How to write better job descriptions

How To Write Better Job Descriptions

The "if you build it, he will come" mantra may have worked for Kevin Costner in "Field of Dreams," but, as many hiring managers know, drawing in unique, quality talent can be more difficult than attracting ghosts of great baseball legends.

Check out the following tips for how to write a job posting.

Choose relevant job titles and keywords

While advertising for a "Sales Rock Star" or "Software Ninja" may seem like a fun way to make your job posting stand out, it's actually more likely to get buried in organic searches. Most job seekers aren't going to be searching for whatever creative job title you've come up with, so your posting won't appear in their search results. Optimize your job titles for search, and save the fun, creative stuff for the description. The right keywords will also optimize your job posting for search engines like Google.

Make your ad easy on the eye

Fun or unusual job titles don't do much to draw job seeker attention, but that doesn't mean there aren't ways to attract those eyeballs. Branded job postings tend to get more attention, and postings that include a recruitment video do even better. Job seekers are looking for just about anything other than long blocks of text so make sure to present things like job requirements, desired skills, and benefits in the form of bulleted lists.

Set clear expectations

Don't waste your time and the time (and goodwill) of job seekers - be upfront about potential deal-breakers (such as significant travel time or expected overtime) and success factors. Setting clear expectations with candidates from the beginning will get a better fit in the end.

Cut out the fat

Attention is a precious thing in this day and age. The average job seeker spends less than 30 seconds reviewing a job posting. Candidates must understand the role and expectations surrounding it, but brevity is essential to capturing their attention. Keep the content of your job posting brief and relevant by highlighting only the most important and unique pieces of information.

Employ the "real estate rule"

By now, you might be frustrated — you're reading to include all relevant information while keeping it as brief as possible. While the two ideas may seem slightly at odds with one another, they are not mutually exclusive.

With so much to say in such limited space, location of text is everything in your ad. Put the most important information at the top of the ad, followed by pertinent details about the role itself. The most engaging and interesting content should fall above the fold to capture candidates' attention and compel them to read further.

Keep the content of your job posting brief and relevant by highlighting only the most important and unique pieces of information.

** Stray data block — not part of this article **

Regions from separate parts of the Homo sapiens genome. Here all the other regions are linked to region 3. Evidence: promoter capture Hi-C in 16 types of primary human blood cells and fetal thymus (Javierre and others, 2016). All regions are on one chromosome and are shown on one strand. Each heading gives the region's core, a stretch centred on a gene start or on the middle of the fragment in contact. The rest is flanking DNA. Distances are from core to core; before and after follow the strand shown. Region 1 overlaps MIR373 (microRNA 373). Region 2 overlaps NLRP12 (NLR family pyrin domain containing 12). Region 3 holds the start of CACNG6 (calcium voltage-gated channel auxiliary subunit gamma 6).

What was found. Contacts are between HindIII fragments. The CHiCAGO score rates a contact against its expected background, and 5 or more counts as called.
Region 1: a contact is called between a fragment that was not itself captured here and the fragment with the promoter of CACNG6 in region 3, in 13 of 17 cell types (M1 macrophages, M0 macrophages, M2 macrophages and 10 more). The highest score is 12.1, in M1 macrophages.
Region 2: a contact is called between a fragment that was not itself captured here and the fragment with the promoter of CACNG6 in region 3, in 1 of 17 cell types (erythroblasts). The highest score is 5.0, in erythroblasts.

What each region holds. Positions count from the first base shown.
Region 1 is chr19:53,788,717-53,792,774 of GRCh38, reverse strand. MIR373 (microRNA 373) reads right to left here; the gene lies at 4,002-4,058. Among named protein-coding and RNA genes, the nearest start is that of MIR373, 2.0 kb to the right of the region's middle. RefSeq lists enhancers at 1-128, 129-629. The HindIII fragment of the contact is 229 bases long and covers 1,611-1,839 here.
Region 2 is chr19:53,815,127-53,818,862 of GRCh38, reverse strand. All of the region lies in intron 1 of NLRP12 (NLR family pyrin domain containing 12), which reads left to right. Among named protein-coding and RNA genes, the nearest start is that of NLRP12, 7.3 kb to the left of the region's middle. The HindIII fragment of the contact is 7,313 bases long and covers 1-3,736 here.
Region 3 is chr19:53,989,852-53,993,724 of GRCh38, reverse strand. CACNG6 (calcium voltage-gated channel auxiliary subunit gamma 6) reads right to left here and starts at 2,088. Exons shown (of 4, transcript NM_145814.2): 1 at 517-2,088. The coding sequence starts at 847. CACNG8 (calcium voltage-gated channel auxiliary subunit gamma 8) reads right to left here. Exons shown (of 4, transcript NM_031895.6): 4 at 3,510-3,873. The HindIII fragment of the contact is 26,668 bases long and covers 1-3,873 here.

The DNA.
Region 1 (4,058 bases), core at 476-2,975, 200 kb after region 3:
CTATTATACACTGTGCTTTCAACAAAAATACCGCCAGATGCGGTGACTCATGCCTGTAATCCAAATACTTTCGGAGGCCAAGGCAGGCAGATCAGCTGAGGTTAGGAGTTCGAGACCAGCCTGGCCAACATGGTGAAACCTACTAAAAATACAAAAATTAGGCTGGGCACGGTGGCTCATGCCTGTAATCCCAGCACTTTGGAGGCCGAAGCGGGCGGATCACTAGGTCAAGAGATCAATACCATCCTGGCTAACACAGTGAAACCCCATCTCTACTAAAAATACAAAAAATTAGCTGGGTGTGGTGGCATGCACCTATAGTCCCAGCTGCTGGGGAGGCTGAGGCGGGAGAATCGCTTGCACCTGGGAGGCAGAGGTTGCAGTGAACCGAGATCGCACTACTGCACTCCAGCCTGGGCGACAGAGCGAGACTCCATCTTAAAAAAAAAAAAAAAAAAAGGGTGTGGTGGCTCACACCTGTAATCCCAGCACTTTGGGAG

Include your location

Possibly the most critical factor in job seekers' minds — behind perhaps only salary and benefits — is the job location. For many candidates, it's a deal-breaker, so let them know where the job is located right away. However, if you're willing to let them work remotely or offer work-from-home days, be sure to mention that, as it could influence their decision.

Don't ignore compensation

It should come as no surprise that salary plays a significant role in a candidate's decision to accept a job offer or even apply. If you know you offer competitive compensation, say so. If you don't, talk about what you can offer instead — like benefits, employee perks, or company culture. Advancement opportunities, the chance to learn new skills or take on interesting projects, travel, and flexible schedules can go a long way in many candidates' minds.

Remember to sell

The most important step in creating a strong job posting is ensuring candidates can identify the job, where it is, and whether it's in their desired field. Once those basic facts are covered, it's time to sell them on the opportunity and the company. To write engaging verbiage for your ad, ask yourself these two questions:

  • What will candidates love about this job?
  • What do employees say they love about your company?

You'll be able to speak directly to your audience and get the right fit.

Don't try to be something you're not

A perfect fit for Dell or IBM might not necessarily be a good fit at your company and vice versa. Luckily, finding the right cultural fit is a big part of most candidates' job search process, so the work is already half done for you. By being honest about who you are as an employer and your company culture, you'll start seeing the wrong candidates weed themselves out, making suitable candidates much easier to spot.

Don't be afraid to ask for help

Creating an engaging job ad is not an easy task, and finding a balance of informational and engaging content is a challenge. After all, you have very little space to include a lot of information, and on top of that, you want it to be interesting and engaging for the reader. Learn more about all of CareerBuilder's recruiting solutions to help you optimize your job posting tactics.

Keep these tips on how to write a job posting in mind, and great candidates will start emerging from the proverbial cornfields in no time.

More information on job postings and best hiring practices:

Check out more suggestions on how to write job descriptions that stand out from the rest.

Get better results on job postings by making job postings mobile accessible and following more tips like this to attract the next generation of workers.

Ensure your recruitment strategy is effective by using employee referral programs to find ideal job candidates.


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